This thread is drifting; to bring it back I'll talk a little about my distinction between Brawl and MA.

Brawl is about using your body to hurt people.

Martial Arts are about applying physical principles to hurt people.

Likewise, supernatural Brawl is about using your body better, or making your body better; supernatural MA is about applying supernatural principles, or using physical principles in unnaturally effective ways.

This allows us to make a distinction between the two methods of fighting: There is a corpus of maneuvers that can be performed unarmed; the 'special unarmed combat maneuvers' in the combat chapter of the corebook are a subset of these. An examination of the combat mechanics and some real-world fighting techniques (capoeira and aikido are fresh in my mind) show that some of these techniques are abstracted out into the system or represented via Stunts, while others have maneuvers attached. Assume that these maneuvers can be characterized by their physical qualities, via a set of binary features (every technique is x or not x, where x is some quality like circular, vertical, joint-lock, etc.

Brawlers don't consciously use these features; they have a 'vocabulary' of techniques they have learned, with no principled distinction between those and those that they have not learned. Martial Artists, on the other hand, learn a repertoire of principles, and are capable of using a technique when they can use the principles it applies. Then we can define styles by their repertoire of principles, and so some styles will be perpetually unable to do certain things while specializing in others, while a master brawler has unlimited flexibility in learning techniques as he sees fit. We can use weapons as techniques here and explain how hookswords are different than estocs and shamshirs in reference to their geometry, and have an implicit definition of compatible weapons of an MA style as 'weapons that use the same principles as the style'.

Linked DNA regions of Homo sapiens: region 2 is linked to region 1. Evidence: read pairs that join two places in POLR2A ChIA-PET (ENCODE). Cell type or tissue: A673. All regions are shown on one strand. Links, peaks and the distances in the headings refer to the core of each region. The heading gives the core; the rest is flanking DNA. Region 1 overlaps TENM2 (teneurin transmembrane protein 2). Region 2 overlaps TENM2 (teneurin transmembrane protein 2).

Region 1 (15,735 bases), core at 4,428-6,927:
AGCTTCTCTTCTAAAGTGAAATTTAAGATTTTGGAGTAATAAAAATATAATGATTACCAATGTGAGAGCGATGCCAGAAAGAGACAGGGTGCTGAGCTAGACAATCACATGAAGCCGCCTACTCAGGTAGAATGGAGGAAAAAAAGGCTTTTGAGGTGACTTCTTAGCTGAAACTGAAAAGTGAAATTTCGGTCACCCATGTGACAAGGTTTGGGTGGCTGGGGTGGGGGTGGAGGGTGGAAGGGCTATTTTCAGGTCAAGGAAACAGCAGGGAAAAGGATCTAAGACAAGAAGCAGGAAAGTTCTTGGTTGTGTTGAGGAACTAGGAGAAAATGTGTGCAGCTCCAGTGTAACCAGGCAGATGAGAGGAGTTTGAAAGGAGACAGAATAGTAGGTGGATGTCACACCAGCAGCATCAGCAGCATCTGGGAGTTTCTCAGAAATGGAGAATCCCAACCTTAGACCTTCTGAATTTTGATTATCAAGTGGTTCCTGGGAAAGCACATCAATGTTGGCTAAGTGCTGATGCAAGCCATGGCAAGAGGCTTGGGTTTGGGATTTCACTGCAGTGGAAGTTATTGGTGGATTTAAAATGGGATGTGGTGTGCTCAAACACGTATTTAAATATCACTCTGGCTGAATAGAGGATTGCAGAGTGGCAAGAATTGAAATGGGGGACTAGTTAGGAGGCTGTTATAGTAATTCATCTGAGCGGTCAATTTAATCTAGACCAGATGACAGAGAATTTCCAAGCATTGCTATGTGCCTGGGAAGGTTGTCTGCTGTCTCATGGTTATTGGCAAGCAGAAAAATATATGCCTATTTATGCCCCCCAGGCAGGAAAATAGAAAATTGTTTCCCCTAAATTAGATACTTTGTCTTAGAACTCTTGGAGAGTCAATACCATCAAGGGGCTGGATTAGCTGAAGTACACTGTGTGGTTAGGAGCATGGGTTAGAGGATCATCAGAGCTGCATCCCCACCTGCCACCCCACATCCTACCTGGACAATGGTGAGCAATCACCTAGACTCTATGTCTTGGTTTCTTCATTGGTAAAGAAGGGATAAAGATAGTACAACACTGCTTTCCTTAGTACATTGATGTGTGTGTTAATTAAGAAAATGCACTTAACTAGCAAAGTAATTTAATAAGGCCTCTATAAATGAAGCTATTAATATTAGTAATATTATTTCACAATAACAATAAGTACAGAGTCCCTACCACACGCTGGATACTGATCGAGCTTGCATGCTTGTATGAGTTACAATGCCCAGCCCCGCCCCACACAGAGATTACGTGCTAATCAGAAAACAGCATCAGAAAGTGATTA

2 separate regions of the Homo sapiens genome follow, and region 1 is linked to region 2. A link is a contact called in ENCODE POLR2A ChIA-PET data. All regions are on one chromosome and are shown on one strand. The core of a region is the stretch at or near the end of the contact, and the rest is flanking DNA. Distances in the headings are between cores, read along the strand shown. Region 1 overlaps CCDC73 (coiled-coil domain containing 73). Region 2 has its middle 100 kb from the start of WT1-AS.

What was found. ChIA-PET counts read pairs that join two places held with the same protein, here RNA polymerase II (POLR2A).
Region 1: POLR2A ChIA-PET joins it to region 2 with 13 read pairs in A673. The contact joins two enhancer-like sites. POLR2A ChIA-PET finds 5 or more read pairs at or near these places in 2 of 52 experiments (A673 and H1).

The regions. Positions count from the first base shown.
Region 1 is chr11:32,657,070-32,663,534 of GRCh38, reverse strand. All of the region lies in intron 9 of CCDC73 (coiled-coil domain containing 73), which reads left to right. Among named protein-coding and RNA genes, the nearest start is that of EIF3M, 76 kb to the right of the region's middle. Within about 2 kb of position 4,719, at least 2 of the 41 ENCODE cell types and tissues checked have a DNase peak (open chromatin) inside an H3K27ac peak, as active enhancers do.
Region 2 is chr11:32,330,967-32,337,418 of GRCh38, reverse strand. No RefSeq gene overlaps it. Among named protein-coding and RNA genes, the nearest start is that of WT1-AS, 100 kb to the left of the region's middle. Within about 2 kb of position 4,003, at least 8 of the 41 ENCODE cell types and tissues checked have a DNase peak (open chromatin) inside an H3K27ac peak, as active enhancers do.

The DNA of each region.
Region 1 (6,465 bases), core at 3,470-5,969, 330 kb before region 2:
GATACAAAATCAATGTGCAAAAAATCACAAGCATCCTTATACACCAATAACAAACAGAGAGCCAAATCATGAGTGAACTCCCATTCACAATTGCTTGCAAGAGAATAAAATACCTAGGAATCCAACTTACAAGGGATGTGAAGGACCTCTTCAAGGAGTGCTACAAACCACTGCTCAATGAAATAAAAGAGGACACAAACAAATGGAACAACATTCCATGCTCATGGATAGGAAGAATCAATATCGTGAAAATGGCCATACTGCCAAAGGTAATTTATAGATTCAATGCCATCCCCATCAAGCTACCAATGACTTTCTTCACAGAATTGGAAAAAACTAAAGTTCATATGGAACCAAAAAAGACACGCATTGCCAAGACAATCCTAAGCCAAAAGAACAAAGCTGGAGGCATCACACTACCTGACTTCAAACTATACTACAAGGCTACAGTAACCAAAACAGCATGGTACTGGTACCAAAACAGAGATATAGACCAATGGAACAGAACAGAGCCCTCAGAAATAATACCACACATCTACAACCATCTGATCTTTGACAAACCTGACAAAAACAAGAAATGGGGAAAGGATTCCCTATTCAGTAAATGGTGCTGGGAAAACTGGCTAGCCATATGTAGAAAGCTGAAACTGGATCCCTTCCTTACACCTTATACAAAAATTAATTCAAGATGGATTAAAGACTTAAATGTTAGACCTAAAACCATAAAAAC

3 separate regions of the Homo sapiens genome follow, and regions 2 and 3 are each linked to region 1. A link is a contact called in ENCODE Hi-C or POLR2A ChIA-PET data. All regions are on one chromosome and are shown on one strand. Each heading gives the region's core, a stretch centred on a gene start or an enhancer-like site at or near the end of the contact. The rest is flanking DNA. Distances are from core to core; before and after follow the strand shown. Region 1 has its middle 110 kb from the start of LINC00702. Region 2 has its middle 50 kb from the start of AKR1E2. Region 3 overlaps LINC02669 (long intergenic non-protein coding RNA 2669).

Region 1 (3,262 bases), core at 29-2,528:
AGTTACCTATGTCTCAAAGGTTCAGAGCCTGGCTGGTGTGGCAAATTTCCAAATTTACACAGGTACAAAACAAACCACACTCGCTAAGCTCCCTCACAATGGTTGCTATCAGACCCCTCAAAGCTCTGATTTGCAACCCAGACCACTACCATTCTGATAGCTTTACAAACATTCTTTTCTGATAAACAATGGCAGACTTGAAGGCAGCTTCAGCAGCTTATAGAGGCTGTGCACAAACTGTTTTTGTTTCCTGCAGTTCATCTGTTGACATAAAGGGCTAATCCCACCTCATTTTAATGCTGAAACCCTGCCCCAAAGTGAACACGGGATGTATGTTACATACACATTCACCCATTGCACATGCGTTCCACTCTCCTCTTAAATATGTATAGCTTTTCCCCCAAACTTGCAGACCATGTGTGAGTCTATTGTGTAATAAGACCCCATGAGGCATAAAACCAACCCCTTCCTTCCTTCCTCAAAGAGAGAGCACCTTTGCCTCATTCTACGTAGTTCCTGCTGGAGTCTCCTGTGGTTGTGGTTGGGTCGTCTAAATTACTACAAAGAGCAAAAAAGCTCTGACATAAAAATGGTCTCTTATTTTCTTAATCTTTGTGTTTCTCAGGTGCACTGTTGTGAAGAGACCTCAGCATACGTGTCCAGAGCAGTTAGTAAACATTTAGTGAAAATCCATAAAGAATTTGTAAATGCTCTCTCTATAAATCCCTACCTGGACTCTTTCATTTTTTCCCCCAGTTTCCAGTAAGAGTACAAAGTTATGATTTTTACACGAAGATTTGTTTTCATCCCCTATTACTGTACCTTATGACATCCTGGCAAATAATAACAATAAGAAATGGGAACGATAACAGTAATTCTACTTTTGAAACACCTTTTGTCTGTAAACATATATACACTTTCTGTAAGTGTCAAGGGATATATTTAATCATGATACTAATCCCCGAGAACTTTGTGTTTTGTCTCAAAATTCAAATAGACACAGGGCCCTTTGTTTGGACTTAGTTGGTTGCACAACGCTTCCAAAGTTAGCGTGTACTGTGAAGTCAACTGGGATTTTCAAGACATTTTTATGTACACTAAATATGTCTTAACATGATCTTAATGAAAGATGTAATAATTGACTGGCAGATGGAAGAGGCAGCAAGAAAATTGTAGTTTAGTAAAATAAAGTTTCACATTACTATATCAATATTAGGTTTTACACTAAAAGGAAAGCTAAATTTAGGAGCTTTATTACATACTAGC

The strength of this is that it gives us a line between Brawl and MA at the natural rather than supernatural level, at the cost of rather intense complexity.

- FourWillowsWeeping

Hokay. I usally just go by the Li vs Rock criterion for deciding what a visually described move is for Brawl vs Martial Arts.

But why have the two be distinct Abilities? What is gained?

Put another way- wrap Martial Arts under Brawl. Replace it with Polearms, as distinguished from normal melee by the visual style of the weapon being used. Hell, it's still more mechanically distinct- polearms are more useful than swords in a some situations.

- DariusSolluman

What is gained by creating a new Polearms ability? There isn't any mechanical differentiation between those and, say, bokken, katars, knuckle spikes, etc., except varying weapon parameters. Granted, IRL there is a distinctive difference, but in-game you'd have to create additional rules for it. If we're to be dividing by existant mechanical differentiation rather than by real-world considerations, I'd rather made a distinction between travelling, combat horsemanship, and so on. - FourWillowsWeeping
That's exactly my point. There's no mechanical distinction between Brawl and Martial Arts, although there's eight kinds of flavor difference. That's why they shouldn't be distinct Abilities, any more than a pure flavor difference between the Abilities of Melee and Polearms should exist. I don't know what should replace Brawl (I lie- Tactics should replace Brawl ;) but it should be replaced in any case. - DariusSolluman
I see your point and raise you one - since we're talking about changing the deep structure of the game, we should have no qualms about changing shallow structure. What makes folding two abilities together to introduce a third superior to posing rules that differentiate the existing abilities? - FourWillowsWeeping